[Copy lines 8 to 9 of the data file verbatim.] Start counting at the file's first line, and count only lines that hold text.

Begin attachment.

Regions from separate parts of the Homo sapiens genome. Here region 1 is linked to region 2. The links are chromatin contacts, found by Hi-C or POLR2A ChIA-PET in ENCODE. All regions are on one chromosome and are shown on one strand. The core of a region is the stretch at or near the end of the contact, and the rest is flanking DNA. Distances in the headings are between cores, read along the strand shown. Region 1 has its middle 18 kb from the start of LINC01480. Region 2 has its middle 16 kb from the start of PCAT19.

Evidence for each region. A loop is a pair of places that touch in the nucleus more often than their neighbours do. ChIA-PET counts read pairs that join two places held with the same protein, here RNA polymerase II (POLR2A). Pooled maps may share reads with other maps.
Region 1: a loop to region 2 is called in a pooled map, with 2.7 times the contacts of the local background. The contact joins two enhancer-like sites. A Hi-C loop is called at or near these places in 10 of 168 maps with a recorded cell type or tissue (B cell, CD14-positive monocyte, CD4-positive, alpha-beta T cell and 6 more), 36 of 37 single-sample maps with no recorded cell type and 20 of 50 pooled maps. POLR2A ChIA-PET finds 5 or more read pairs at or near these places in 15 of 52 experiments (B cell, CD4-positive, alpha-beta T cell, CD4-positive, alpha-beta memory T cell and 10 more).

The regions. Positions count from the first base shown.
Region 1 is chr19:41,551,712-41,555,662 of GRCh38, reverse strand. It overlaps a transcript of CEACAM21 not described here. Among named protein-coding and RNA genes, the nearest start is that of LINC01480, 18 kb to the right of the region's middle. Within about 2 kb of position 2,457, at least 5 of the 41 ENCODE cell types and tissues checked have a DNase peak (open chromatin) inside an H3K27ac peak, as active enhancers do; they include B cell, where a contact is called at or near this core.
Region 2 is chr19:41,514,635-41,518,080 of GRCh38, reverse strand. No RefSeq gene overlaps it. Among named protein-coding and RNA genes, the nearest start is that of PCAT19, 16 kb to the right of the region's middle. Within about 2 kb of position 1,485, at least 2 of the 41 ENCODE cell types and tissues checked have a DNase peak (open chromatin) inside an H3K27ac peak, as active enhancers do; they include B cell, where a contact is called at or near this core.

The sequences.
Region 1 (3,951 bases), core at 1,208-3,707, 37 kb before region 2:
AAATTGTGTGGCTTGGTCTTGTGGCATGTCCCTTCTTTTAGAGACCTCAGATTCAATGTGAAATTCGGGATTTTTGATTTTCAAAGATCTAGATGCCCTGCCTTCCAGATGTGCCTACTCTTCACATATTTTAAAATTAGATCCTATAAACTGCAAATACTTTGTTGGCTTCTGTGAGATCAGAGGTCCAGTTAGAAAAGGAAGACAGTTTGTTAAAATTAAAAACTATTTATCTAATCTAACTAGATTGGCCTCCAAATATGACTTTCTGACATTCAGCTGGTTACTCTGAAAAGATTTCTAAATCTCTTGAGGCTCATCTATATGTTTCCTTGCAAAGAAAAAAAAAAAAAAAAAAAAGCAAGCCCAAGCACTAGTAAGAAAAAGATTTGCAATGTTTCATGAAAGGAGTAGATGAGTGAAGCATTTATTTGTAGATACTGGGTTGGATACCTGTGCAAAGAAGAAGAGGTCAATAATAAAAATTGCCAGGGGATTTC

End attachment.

Region 1 (3,951 bases), core at 1,208-3,707, 37 kb before region 2:
AAATTGTGTGGCTTGGTCTTGTGGCATGTCCCTTCTTTTAGAGACCTCAGATTCAATGTGAAATTCGGGATTTTTGATTTTCAAAGATCTAGATGCCCTGCCTTCCAGATGTGCCTACTCTTCACATATTTTAAAATTAGATCCTATAAACTGCAAATACTTTGTTGGCTTCTGTGAGATCAGAGGTCCAGTTAGAAAAGGAAGACAGTTTGTTAAAATTAAAAACTATTTATCTAATCTAACTAGATTGGCCTCCAAATATGACTTTCTGACATTCAGCTGGTTACTCTGAAAAGATTTCTAAATCTCTTGAGGCTCATCTATATGTTTCCTTGCAAAGAAAAAAAAAAAAAAAAAAAAGCAAGCCCAAGCACTAGTAAGAAAAAGATTTGCAATGTTTCATGAAAGGAGTAGATGAGTGAAGCATTTATTTGTAGATACTGGGTTGGATACCTGTGCAAAGAAGAAGAGGTCAATAATAAAAATTGCCAGGGGATTTC